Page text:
Association between preterm labor and genitourinary tract infections caused by Trichomonas vaginalis, Mycoplasma hominis, Gram-negative bacilli, and coryneforms.

Citation:
Hosny, A. E. - D. M. S., W. El-Khayat, M. O. N. A. T. KASHEF, and M. N. Fakhry, "Association between preterm labor and genitourinary tract infections caused by Trichomonas vaginalis, Mycoplasma hominis, Gram-negative bacilli, and coryneforms.", Journal of the Chinese Medical Association : JCMA, 2017 Jan 13.

Abstract:

BACKGROUND: Preterm labor (PTL) is responsible for most cases of neonatal death. In most of these cases, the causes of PTL have not been established although several risk factors have been described. Therefore, the aim of this study was to investigate risk factors for PTL before 37 gestational weeks among Egyptian women.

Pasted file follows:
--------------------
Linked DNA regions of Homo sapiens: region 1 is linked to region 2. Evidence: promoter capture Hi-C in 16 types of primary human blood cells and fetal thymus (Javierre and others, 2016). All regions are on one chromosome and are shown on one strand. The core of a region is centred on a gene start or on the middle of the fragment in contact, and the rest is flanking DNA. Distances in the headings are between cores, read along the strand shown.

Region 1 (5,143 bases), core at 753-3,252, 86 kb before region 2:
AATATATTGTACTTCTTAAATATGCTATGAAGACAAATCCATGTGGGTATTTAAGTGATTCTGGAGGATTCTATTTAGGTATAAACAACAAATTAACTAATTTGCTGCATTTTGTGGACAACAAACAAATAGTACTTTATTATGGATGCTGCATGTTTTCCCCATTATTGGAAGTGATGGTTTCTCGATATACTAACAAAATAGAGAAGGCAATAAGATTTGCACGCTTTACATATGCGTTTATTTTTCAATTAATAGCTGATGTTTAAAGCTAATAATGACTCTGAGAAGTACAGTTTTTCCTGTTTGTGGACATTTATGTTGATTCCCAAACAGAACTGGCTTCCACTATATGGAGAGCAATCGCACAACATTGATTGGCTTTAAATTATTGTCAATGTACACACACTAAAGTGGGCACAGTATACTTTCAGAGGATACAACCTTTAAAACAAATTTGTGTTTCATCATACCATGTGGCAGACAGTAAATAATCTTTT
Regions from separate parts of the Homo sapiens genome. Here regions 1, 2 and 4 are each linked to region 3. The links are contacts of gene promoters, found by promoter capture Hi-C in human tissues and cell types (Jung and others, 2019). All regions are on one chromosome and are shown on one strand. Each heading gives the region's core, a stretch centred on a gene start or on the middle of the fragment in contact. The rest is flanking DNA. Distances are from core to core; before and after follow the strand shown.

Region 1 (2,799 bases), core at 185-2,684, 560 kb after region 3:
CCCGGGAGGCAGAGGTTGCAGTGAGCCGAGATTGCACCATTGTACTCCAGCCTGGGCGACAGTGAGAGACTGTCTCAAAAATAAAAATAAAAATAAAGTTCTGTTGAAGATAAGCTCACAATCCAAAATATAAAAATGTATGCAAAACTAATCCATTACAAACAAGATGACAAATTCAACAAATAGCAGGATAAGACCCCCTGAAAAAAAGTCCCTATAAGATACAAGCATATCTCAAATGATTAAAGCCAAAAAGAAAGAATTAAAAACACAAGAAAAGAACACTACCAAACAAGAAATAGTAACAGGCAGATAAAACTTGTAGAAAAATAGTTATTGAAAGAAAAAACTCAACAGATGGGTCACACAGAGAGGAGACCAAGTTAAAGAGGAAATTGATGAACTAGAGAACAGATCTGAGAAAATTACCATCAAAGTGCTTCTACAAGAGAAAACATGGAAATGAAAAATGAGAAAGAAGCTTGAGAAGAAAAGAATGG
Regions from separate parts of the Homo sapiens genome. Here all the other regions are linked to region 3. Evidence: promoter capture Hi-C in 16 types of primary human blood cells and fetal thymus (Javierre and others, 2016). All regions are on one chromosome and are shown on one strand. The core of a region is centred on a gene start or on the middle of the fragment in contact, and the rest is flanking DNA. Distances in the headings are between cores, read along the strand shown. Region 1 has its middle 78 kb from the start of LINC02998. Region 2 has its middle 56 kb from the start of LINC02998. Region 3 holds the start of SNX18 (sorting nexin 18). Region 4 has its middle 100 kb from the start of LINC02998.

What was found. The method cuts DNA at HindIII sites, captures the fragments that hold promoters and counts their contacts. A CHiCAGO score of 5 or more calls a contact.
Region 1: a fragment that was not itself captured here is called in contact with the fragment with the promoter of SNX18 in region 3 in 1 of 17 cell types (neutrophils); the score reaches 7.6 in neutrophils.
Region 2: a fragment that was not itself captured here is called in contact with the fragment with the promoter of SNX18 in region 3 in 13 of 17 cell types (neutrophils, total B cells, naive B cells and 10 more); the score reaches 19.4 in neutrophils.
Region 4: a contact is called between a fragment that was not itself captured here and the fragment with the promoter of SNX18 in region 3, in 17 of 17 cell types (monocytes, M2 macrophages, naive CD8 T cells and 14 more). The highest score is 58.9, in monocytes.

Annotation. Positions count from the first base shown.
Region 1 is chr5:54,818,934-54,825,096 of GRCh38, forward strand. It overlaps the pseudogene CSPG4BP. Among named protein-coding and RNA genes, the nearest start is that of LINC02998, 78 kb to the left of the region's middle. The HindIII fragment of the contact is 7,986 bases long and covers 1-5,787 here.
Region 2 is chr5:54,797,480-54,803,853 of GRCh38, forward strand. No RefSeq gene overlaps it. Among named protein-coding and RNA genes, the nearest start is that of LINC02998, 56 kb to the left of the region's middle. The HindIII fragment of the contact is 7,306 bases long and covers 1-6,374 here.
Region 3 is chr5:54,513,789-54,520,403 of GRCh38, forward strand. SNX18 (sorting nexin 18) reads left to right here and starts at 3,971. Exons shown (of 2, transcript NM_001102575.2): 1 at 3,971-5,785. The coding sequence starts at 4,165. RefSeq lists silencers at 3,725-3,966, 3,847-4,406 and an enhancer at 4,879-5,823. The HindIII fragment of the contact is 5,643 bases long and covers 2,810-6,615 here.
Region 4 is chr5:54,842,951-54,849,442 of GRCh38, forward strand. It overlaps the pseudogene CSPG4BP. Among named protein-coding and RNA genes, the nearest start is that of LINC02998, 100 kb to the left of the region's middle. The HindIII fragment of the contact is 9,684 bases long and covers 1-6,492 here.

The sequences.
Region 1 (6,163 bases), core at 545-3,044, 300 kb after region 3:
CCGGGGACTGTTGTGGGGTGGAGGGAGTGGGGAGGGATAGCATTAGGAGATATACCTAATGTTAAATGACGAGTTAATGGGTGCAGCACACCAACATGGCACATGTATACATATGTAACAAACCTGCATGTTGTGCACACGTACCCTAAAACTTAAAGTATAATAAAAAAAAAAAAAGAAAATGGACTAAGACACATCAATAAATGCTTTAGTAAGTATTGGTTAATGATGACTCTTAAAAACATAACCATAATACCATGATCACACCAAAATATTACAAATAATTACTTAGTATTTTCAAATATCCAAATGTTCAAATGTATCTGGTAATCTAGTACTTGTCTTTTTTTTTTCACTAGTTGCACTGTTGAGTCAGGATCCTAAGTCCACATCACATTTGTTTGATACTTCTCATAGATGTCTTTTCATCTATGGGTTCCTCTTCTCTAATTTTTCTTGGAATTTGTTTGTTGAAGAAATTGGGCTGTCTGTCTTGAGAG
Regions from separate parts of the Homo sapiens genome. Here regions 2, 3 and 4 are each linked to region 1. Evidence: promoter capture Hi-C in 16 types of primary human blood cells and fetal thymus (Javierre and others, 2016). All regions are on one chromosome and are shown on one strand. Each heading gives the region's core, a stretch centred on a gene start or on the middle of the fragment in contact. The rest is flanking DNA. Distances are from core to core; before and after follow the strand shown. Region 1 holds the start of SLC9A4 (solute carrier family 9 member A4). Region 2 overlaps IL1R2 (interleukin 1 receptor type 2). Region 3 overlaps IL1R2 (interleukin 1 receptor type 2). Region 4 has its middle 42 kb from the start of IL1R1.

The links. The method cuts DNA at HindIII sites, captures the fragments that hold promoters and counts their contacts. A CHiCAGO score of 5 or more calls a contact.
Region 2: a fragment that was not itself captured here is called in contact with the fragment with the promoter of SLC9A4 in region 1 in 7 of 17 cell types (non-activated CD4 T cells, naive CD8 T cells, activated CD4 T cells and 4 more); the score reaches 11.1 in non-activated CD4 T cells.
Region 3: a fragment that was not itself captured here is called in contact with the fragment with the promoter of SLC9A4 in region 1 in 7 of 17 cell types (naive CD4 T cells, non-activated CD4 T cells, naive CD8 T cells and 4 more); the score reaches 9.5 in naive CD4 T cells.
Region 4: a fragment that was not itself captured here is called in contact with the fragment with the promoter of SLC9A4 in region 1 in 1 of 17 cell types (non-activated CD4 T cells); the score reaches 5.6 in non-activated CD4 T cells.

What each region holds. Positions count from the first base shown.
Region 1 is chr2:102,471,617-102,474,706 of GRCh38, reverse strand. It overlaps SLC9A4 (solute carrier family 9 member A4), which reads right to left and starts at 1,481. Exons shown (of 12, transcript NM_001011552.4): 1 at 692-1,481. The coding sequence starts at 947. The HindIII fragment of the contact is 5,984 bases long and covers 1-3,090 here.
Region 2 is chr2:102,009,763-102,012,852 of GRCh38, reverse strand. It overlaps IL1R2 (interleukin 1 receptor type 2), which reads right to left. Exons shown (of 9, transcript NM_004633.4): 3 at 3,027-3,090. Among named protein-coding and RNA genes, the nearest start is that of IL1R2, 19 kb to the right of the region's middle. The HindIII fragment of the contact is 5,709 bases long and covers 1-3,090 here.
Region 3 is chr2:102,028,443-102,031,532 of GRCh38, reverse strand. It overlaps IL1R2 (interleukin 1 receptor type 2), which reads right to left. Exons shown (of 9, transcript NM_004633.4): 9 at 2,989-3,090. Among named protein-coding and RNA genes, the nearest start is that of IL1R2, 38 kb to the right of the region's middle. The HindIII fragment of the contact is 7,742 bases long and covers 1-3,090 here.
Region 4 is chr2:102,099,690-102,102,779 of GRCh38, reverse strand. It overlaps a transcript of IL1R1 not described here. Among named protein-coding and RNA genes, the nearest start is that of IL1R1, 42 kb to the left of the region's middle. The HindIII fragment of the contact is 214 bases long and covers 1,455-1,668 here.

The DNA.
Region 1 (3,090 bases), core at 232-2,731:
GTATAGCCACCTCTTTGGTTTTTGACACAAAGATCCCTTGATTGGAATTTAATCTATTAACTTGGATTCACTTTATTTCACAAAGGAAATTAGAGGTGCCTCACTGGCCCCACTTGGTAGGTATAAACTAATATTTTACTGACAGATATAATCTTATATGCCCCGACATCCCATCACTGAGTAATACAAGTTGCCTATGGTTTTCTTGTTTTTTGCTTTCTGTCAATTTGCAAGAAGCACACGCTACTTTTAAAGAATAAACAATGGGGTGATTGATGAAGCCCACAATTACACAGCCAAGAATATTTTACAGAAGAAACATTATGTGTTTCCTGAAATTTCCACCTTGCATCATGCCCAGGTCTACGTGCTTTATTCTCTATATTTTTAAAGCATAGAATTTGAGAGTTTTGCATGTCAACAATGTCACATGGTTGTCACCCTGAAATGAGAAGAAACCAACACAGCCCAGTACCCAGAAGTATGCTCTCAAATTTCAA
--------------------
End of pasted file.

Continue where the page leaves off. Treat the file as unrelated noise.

METHODS: In this case-control study, 117 pregnant women without risk factors for PTL were chosen. The control group (n=45) had term labor (gestational weeks≥37 weeks), and the case group (n=72) had PTL (gestational weeks < 37 weeks). The two groups were screened for urinary and vaginal infections. The role of different demographic characteristics, patient history, and clinical signs were also investigated.

RESULTS: Several risk factors were identified in this study, including age<20 years, nulliparity, previous abortion and previous preterm birth, menses vaginal bleeding, a vaginal pH>5, a positive whiff test, Trichomonas vaginalis infection, Mycoplasma hominis infection, coryneforms heavy vaginal growth, and any vaginal growth of Gram-negative bacilli. Urinary tract infection with any colony count was not associated with PTL.

CONCLUSION: Our study demonstrated that the main risk factors for PTL were vaginal infection with T. vaginalis, M. hominis, coryneforms, and Gram-negative bacilli, and their determinants (vaginal pH>5, positive whiff test, heavy vaginal bleeding). Both young age (< 20 years) and poor obstetric history were also the risk factors. Therefore, screening for genitourinary tract infections is strongly recommended to be included in prenatal care.